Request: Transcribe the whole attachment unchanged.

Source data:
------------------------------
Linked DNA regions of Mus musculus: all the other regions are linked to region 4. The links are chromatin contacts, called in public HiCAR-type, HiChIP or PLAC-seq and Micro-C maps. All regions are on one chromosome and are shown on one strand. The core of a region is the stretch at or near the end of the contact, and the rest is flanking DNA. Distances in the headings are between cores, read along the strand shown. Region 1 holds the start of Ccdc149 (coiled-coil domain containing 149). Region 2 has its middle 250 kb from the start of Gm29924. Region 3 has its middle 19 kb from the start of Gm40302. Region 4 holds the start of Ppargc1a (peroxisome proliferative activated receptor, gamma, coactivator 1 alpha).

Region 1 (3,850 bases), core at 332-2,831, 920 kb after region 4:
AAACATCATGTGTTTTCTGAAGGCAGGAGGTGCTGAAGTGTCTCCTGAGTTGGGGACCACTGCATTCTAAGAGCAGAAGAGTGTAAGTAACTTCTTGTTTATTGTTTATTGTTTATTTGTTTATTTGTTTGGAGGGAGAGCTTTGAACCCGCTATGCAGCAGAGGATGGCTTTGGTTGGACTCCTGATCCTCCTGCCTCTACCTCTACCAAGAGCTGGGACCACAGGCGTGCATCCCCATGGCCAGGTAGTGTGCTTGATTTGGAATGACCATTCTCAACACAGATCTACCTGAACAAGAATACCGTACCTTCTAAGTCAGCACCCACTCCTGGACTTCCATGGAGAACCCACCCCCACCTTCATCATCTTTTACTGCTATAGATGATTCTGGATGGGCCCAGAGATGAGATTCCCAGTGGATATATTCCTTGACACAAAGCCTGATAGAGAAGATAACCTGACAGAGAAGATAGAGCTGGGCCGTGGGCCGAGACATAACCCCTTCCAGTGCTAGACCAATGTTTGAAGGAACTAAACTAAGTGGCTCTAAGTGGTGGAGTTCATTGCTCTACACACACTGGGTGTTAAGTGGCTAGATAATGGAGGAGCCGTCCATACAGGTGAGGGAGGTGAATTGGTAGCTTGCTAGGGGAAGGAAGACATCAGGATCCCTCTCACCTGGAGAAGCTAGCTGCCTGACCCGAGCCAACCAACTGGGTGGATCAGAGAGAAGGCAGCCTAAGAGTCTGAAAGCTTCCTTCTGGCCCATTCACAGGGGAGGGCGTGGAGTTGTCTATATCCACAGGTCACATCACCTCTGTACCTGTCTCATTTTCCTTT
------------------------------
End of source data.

Linked DNA regions of Mus musculus: all the other regions are linked to region 4. The links are chromatin contacts, called in public HiCAR-type, HiChIP or PLAC-seq and Micro-C maps. All regions are on one chromosome and are shown on one strand. The core of a region is the stretch at or near the end of the contact, and the rest is flanking DNA. Distances in the headings are between cores, read along the strand shown. Region 1 holds the start of Ccdc149 (coiled-coil domain containing 149). Region 2 has its middle 250 kb from the start of Gm29924. Region 3 has its middle 19 kb from the start of Gm40302. Region 4 holds the start of Ppargc1a (peroxisome proliferative activated receptor, gamma, coactivator 1 alpha).

Region 1 (3,850 bases), core at 332-2,831, 920 kb after region 4:
AAACATCATGTGTTTTCTGAAGGCAGGAGGTGCTGAAGTGTCTCCTGAGTTGGGGACCACTGCATTCTAAGAGCAGAAGAGTGTAAGTAACTTCTTGTTTATTGTTTATTGTTTATTTGTTTATTTGTTTGGAGGGAGAGCTTTGAACCCGCTATGCAGCAGAGGATGGCTTTGGTTGGACTCCTGATCCTCCTGCCTCTACCTCTACCAAGAGCTGGGACCACAGGCGTGCATCCCCATGGCCAGGTAGTGTGCTTGATTTGGAATGACCATTCTCAACACAGATCTACCTGAACAAGAATACCGTACCTTCTAAGTCAGCACCCACTCCTGGACTTCCATGGAGAACCCACCCCCACCTTCATCATCTTTTACTGCTATAGATGATTCTGGATGGGCCCAGAGATGAGATTCCCAGTGGATATATTCCTTGACACAAAGCCTGATAGAGAAGATAACCTGACAGAGAAGATAGAGCTGGGCCGTGGGCCGAGACATAACCCCTTCCAGTGCTAGACCAATGTTTGAAGGAACTAAACTAAGTGGCTCTAAGTGGTGGAGTTCATTGCTCTACACACACTGGGTGTTAAGTGGCTAGATAATGGAGGAGCCGTCCATACAGGTGAGGGAGGTGAATTGGTAGCTTGCTAGGGGAAGGAAGACATCAGGATCCCTCTCACCTGGAGAAGCTAGCTGCCTGACCCGAGCCAACCAACTGGGTGGATCAGAGAGAAGGCAGCCTAAGAGTCTGAAAGCTTCCTTCTGGCCCATTCACAGGGGAGGGCGTGGAGTTGTCTATATCCACAGGTCACATCACCTCTGTACCTGTCTCATTTTCCTTT